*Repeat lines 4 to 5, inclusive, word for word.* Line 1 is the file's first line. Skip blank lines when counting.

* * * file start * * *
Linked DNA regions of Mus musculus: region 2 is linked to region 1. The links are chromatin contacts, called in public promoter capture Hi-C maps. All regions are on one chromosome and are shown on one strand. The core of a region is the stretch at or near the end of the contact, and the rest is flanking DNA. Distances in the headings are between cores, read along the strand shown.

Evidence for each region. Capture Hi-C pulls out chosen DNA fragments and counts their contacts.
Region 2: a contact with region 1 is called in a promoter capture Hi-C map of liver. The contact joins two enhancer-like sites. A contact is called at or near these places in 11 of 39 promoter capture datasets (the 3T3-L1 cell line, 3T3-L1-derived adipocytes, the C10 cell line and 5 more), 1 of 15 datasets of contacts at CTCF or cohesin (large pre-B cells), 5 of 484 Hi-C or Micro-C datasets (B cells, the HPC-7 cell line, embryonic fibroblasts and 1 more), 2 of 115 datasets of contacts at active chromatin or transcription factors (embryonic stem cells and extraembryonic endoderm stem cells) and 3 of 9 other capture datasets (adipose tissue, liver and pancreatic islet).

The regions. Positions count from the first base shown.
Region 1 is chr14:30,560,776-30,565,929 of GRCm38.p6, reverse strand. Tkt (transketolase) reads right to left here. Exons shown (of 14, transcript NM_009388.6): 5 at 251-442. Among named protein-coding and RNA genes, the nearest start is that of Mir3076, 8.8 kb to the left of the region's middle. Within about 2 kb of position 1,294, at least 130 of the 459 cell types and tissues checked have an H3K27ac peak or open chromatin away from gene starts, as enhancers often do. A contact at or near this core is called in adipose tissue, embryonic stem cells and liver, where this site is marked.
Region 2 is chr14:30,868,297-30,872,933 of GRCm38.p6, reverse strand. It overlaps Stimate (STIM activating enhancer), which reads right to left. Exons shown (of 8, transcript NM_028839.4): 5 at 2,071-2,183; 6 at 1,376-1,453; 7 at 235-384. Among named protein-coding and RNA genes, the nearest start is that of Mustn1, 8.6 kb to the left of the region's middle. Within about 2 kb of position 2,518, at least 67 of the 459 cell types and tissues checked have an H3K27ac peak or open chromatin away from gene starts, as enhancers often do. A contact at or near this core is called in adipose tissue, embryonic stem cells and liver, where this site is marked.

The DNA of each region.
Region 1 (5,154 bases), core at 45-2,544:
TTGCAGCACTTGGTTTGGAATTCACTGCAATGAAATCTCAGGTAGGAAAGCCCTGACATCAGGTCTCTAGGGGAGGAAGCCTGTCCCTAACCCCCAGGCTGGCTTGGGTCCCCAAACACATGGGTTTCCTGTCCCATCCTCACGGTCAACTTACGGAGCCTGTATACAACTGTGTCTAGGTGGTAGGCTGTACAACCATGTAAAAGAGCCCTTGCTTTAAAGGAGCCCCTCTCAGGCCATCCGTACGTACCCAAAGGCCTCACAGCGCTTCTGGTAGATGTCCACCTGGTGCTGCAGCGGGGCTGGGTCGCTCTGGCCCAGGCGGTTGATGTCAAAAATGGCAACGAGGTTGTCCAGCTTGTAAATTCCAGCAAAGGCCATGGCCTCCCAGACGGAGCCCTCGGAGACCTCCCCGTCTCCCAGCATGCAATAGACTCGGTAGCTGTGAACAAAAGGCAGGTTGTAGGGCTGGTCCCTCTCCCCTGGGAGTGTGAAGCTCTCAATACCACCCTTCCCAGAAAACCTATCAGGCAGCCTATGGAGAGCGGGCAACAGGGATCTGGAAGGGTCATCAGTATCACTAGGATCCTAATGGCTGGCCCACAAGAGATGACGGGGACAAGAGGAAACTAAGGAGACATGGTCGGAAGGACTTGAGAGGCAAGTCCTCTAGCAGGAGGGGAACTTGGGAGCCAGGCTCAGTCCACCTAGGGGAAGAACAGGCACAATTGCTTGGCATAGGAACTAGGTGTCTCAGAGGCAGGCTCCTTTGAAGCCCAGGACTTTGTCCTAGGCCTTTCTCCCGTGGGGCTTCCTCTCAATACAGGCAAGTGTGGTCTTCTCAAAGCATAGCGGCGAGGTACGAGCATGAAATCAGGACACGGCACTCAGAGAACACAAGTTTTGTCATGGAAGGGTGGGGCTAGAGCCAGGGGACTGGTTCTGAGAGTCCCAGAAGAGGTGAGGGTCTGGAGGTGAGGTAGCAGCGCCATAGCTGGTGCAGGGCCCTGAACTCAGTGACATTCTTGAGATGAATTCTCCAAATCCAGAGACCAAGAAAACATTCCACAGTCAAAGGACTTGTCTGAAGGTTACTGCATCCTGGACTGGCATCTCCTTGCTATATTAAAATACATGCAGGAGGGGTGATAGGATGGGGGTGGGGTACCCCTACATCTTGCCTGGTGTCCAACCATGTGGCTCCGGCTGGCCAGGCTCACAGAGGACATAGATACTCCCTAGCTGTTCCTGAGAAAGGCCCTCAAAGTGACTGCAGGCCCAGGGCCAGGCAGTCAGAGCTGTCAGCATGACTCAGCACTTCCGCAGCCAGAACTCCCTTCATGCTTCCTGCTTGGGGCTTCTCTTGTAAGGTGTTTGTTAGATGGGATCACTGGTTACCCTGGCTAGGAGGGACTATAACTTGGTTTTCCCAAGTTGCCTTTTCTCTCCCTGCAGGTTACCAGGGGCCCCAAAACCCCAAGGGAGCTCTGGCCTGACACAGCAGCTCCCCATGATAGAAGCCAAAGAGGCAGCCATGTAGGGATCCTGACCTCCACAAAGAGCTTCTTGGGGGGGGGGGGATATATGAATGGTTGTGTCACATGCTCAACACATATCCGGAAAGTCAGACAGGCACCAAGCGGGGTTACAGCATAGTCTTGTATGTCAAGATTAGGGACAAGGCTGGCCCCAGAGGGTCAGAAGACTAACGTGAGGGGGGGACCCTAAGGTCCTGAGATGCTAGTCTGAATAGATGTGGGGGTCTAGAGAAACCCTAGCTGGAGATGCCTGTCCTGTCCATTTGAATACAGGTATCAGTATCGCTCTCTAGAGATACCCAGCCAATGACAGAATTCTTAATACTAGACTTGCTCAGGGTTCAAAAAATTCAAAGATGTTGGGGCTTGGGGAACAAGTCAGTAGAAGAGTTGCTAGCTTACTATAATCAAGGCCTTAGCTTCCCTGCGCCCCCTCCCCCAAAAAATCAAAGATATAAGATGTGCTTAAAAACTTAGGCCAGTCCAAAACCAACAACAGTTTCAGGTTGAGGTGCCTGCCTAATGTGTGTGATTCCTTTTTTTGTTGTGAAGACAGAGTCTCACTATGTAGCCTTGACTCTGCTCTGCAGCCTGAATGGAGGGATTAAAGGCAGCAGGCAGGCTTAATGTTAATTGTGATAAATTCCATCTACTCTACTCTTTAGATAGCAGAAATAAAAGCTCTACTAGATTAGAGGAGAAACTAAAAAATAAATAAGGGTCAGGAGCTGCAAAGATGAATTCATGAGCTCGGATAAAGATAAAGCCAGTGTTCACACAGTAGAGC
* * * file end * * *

The regions. Positions count from the first base shown.
Region 1 is chr14:30,560,776-30,565,929 of GRCm38.p6, reverse strand. Tkt (transketolase) reads right to left here. Exons shown (of 14, transcript NM_009388.6): 5 at 251-442. Among named protein-coding and RNA genes, the nearest start is that of Mir3076, 8.8 kb to the left of the region's middle. Within about 2 kb of position 1,294, at least 130 of the 459 cell types and tissues checked have an H3K27ac peak or open chromatin away from gene starts, as enhancers often do. A contact at or near this core is called in adipose tissue, embryonic stem cells and liver, where this site is marked.